The Department of Labor Wage and Hour Division’s proposed overtime rule will be published in May, according to the Fall 2022 Unified Agenda of Regulatory and Deregulatory Actions published earlier this month by the White House.
The overtime rule sets a salary threshold used to determine which employees are eligible to receive overtime pay when they work more than 40 hours per week.
“One of the ‘primary goals’ of the planned rulemaking is to update the minimum salary level requirement for employees who, by virtue of their duties, would qualify for an [Employee Assistance Program] exemption,” attorney Allan S. Bloom, the leader of Proskauer’s Wage and Hour Practice Group, wrote in the National Law Review.
Typically, eligible employees must be paid 1.5 times their regular rate of pay for all hours worked beyond 40 in a workweek. There are exemptions for executive, administrative, professional, computer and outside sales employees under the Fair Labor Standards Act.
To qualify for a “white collar” exemption under the current overtime rule, all of the following tests must be met:
- The employee must be paid at least $684 per week on a salary basis (as defined in the regulations);
- The employee’s primary duty must be managing the enterprise, or managing a customarily recognized department or subdivision of the enterprise;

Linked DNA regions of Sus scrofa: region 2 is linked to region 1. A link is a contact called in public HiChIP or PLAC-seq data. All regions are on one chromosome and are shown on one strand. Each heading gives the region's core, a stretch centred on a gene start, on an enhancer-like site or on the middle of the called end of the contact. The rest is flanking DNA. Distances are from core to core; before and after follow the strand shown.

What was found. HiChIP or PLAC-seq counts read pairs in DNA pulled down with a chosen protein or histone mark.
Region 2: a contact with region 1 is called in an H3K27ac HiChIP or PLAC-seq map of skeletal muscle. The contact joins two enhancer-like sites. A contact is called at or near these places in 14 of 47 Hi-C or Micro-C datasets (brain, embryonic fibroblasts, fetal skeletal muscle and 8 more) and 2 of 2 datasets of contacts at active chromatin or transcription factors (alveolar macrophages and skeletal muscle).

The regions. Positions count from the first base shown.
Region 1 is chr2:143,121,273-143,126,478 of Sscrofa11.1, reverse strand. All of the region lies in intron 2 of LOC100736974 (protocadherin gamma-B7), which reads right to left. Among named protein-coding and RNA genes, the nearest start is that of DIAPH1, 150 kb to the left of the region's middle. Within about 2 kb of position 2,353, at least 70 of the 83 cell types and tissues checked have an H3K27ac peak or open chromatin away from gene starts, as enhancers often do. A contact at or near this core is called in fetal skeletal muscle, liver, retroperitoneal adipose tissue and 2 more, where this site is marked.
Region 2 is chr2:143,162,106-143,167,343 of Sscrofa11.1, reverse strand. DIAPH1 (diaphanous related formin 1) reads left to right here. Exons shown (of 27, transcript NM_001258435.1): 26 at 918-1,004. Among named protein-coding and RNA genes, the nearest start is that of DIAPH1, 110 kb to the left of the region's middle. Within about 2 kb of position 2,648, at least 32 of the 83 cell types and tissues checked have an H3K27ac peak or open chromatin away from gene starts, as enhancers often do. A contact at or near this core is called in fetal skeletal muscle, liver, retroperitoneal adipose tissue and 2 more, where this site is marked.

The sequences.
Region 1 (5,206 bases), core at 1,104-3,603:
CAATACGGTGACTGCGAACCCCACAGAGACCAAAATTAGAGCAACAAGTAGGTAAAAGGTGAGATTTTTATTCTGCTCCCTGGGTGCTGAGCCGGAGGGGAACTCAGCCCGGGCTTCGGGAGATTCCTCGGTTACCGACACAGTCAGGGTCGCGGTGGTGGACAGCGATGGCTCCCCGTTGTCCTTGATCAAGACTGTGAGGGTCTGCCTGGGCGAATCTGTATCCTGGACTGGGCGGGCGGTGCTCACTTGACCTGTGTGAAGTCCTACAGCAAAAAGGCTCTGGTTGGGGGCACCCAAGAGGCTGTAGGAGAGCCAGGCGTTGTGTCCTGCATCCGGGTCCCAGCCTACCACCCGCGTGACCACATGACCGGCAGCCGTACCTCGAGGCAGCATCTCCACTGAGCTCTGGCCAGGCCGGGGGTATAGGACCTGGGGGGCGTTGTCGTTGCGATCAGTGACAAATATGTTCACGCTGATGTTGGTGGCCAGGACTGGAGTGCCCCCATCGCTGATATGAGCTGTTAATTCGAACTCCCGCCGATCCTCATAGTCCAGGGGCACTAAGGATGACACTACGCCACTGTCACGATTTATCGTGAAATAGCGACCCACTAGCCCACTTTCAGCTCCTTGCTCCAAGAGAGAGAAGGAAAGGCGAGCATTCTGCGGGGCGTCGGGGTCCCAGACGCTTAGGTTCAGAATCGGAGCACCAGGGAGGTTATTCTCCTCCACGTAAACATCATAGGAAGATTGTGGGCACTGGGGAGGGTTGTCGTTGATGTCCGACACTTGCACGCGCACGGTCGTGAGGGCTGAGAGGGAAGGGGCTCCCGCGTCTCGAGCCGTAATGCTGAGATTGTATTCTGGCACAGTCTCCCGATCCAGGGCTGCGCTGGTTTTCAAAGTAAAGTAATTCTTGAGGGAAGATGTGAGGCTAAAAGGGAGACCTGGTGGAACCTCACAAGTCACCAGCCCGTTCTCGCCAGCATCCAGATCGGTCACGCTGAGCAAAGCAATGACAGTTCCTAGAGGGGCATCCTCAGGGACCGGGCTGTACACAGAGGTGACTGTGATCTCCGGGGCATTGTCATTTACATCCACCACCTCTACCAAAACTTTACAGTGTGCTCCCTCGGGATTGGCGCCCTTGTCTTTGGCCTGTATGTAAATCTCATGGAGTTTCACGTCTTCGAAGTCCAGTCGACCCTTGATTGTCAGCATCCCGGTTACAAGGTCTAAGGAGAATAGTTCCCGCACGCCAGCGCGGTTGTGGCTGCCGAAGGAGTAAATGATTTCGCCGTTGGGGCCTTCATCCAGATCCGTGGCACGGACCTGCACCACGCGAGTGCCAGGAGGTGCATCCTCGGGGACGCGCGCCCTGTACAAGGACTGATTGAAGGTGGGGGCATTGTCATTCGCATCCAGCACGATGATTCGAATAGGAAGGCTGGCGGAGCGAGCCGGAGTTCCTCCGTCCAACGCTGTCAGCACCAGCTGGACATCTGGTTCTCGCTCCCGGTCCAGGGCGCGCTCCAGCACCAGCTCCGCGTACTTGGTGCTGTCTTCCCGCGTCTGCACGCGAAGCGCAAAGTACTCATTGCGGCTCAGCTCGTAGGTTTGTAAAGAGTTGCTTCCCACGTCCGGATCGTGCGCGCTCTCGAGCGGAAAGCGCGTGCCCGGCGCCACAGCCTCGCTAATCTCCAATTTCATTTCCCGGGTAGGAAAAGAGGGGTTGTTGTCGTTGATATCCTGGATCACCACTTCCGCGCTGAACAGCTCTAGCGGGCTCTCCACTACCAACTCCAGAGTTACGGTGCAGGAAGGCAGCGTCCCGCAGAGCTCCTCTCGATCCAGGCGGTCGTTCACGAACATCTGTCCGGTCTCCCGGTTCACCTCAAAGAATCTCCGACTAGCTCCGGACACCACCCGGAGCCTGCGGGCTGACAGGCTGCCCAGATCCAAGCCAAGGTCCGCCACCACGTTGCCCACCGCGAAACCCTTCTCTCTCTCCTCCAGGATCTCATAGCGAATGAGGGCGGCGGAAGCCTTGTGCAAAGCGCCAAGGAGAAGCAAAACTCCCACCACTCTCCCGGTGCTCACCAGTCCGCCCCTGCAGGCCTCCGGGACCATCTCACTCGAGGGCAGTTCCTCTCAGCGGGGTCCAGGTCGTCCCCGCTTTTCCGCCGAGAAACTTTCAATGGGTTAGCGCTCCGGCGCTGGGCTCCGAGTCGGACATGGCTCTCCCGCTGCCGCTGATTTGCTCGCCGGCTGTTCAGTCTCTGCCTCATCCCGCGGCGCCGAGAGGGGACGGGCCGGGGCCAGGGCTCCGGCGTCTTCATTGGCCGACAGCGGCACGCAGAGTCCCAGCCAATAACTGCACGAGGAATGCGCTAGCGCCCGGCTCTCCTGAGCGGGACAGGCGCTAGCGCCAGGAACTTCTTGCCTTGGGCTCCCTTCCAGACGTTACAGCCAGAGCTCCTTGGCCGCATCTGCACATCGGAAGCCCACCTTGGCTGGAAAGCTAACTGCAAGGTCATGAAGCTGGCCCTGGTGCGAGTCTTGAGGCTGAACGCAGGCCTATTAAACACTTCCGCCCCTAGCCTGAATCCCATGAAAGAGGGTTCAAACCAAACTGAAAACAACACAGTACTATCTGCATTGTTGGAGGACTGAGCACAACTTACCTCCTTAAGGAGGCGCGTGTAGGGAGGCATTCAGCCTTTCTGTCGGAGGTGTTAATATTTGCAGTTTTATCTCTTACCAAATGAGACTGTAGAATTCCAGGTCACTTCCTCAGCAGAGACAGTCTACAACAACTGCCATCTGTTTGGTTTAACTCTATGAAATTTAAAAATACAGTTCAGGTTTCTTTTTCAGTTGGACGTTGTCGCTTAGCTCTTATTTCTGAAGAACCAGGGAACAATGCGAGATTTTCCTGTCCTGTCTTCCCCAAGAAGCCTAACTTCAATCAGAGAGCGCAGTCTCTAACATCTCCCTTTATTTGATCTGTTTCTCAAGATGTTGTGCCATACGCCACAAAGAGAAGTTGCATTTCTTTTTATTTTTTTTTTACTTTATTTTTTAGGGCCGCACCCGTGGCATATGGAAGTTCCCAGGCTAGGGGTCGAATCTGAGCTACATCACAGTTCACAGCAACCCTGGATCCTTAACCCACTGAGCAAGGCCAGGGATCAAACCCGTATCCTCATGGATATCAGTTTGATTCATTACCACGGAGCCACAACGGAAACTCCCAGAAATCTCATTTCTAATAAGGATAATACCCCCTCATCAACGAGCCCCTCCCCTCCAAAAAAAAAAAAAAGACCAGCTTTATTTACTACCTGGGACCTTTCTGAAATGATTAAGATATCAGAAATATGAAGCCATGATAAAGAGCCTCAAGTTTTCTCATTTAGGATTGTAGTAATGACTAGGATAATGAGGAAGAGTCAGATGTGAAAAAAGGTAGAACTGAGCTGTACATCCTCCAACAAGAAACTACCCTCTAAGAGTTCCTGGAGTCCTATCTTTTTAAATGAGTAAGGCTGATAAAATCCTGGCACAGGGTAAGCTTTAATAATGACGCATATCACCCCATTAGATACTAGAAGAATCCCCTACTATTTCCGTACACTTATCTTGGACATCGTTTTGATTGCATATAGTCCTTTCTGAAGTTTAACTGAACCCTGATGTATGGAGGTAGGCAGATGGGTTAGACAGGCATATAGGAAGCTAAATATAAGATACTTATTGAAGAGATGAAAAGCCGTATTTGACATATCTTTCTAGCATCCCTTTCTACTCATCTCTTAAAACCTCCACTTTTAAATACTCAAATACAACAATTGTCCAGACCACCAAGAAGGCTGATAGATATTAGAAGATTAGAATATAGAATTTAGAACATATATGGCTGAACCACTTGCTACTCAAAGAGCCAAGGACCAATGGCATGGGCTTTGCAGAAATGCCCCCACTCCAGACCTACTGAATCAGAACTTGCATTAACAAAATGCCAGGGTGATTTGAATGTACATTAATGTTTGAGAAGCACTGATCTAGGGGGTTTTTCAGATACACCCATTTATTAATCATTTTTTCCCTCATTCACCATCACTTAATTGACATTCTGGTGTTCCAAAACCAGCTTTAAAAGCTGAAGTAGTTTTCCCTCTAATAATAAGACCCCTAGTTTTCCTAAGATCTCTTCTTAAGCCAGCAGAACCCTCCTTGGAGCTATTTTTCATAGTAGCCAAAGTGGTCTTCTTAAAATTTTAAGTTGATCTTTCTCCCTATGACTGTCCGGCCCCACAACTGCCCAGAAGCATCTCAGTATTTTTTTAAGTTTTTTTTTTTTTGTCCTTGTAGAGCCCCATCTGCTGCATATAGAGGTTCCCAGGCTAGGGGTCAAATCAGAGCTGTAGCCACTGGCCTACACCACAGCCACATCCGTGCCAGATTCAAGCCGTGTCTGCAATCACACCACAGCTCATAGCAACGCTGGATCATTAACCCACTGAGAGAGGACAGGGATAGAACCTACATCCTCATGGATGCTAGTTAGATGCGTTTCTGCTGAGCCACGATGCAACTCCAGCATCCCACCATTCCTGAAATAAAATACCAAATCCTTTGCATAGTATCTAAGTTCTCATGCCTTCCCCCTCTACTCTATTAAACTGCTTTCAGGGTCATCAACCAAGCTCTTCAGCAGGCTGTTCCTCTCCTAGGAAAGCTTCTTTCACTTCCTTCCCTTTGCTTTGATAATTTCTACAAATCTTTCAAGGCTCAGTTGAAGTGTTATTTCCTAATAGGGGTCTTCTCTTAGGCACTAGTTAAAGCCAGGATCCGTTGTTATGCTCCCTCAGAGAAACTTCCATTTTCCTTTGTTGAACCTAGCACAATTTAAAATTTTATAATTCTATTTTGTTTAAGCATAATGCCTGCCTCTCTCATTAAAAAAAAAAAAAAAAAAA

- The employee must customarily and regularly direct the work of at least two or more other full-time employees or their equivalent; and
- The employee must have the authority to hire and fire other employees, or the employee’s suggestions and recommendations as to the hiring, firing, advancement, promotion or any other change of status of other employees is given particular weight.
Companies can find themselves in hot water by not closely examining the overtime rule. For example, a senior living community serving more than 900 residents was required to pay almost $7,000 in back wages after denying a salaried worker overtime wages.
This will be the first time since January 2020 that the overtime rule is updated. At that time, the weekly minimum salary for overtime exemptions was increased from $455 per week ($23,660 per year) to $684 per week ($35,568 per year).
“The increase was the first in 15 years, but nowhere near the boost the Obama administration tried to roll out in 2016 (to $913 per week, or $47,476 per year),” Bloom noted.
The proposed rule originally was slated to be introduced in April 2022 and then was delayed to October 2022, according to HR Dive.